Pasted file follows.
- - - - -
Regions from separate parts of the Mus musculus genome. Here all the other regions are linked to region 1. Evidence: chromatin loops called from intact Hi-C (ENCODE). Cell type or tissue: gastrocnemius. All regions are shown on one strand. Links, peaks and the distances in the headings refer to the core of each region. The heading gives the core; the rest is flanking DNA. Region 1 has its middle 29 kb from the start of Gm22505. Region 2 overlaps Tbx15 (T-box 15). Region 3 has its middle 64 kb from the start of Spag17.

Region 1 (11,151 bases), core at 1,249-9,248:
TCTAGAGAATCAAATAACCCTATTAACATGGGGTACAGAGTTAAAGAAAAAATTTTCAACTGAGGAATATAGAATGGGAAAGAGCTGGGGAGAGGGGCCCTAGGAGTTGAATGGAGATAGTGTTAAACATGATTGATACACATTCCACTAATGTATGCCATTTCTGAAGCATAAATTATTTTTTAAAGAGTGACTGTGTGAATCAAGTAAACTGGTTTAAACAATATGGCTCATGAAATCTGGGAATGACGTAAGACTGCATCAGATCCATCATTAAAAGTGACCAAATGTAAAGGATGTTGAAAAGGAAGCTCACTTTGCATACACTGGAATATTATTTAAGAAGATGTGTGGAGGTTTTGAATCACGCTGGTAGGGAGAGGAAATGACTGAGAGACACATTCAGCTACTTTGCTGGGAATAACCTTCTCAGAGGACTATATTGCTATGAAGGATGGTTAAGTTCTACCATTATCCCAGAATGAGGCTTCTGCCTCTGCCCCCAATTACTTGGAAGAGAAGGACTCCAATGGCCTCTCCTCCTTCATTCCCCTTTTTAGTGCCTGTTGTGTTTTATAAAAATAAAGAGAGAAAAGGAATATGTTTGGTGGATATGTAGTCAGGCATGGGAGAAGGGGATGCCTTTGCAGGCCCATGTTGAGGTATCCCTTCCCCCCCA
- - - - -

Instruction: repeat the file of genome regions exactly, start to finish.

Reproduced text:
Regions from separate parts of the Mus musculus genome. Here all the other regions are linked to region 1. Evidence: chromatin loops called from intact Hi-C (ENCODE). Cell type or tissue: gastrocnemius. All regions are shown on one strand. Links, peaks and the distances in the headings refer to the core of each region. The heading gives the core; the rest is flanking DNA. Region 1 has its middle 29 kb from the start of Gm22505. Region 2 overlaps Tbx15 (T-box 15). Region 3 has its middle 64 kb from the start of Spag17.

Region 1 (11,151 bases), core at 1,249-9,248:
TCTAGAGAATCAAATAACCCTATTAACATGGGGTACAGAGTTAAAGAAAAAATTTTCAACTGAGGAATATAGAATGGGAAAGAGCTGGGGAGAGGGGCCCTAGGAGTTGAATGGAGATAGTGTTAAACATGATTGATACACATTCCACTAATGTATGCCATTTCTGAAGCATAAATTATTTTTTAAAGAGTGACTGTGTGAATCAAGTAAACTGGTTTAAACAATATGGCTCATGAAATCTGGGAATGACGTAAGACTGCATCAGATCCATCATTAAAAGTGACCAAATGTAAAGGATGTTGAAAAGGAAGCTCACTTTGCATACACTGGAATATTATTTAAGAAGATGTGTGGAGGTTTTGAATCACGCTGGTAGGGAGAGGAAATGACTGAGAGACACATTCAGCTACTTTGCTGGGAATAACCTTCTCAGAGGACTATATTGCTATGAAGGATGGTTAAGTTCTACCATTATCCCAGAATGAGGCTTCTGCCTCTGCCCCCAATTACTTGGAAGAGAAGGACTCCAATGGCCTCTCCTCCTTCATTCCCCTTTTTAGTGCCTGTTGTGTTTTATAAAAATAAAGAGAGAAAAGGAATATGTTTGGTGGATATGTAGTCAGGCATGGGAGAAGGGGATGCCTTTGCAGGCCCATGTTGAGGTATCCCTTCCCCCCCA